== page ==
An artist’s impression of Earth-like planets. Image: NASA/ESA/G. Bacon (STScI)
Canadian astronomers at McGill University, using satellite data collected over the past decade, have come up with a spectral “fingerprint” of Earth that could be compared to atmospheric signatures from exoplanet transits to help determine their ability to support life.
The infrared transit spectrum shows the presence of key molecules in Earth’s atmosphere that presumably would be present in any viable biosphere, including the simultaneous presence of ozone and methane, which would only be expected from organic sources.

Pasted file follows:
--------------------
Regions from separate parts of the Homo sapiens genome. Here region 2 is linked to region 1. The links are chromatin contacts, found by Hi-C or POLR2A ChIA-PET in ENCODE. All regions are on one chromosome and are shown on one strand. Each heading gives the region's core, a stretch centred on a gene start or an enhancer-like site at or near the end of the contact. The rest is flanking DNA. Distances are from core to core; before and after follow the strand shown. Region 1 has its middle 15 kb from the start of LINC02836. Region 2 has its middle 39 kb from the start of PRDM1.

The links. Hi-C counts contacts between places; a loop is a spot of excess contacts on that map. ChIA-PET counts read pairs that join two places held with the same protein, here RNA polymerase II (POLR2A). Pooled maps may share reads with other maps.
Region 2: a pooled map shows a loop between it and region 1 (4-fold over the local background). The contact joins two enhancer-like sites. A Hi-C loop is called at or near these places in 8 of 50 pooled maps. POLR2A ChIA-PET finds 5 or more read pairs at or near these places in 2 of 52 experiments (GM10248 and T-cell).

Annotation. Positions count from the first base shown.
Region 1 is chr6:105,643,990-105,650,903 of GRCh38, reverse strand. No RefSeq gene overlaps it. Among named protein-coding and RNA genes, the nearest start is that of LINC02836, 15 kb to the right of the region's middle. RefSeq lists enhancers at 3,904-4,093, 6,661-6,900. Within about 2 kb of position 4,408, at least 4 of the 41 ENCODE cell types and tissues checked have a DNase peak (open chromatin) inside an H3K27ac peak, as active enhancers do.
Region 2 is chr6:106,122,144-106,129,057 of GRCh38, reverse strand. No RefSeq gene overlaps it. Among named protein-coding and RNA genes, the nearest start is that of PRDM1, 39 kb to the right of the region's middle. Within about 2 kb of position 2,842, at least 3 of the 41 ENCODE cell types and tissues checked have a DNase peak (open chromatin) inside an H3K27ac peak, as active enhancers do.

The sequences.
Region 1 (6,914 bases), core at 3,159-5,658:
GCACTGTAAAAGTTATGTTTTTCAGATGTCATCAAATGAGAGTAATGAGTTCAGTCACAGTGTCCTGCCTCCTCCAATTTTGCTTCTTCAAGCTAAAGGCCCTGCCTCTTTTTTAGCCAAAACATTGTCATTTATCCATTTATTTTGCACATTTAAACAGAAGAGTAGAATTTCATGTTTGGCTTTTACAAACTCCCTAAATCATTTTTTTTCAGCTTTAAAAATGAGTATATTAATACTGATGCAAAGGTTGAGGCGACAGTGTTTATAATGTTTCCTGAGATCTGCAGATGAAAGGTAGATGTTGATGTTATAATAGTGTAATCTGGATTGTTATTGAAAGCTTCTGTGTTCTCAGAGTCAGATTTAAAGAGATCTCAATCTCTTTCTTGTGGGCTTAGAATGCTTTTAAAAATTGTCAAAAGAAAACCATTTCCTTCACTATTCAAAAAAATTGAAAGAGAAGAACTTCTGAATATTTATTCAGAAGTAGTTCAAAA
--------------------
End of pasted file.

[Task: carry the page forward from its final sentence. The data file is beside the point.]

“A handful of researchers have tried to simulate Earth’s transit spectrum, but this is the first empirical infrared transit spectrum of Earth,” said Nicolas Cowan, who supervised the research carried out by McGill physics student Evelyn Macdonald. “This is what alien astronomers would see if they observed a transit of Earth.”
The study was published in the journal Monthly Notices of the Royal Astronomical Society. It was based on data from the Canadian Space Agency’s SCISAT, a satellite built to study Earth’s ozone layer by monitoring how sunlight passing through the atmosphere is affected by the suspended particles it passes through.
Transiting exoplanets pass in front of their host stars as viewed ...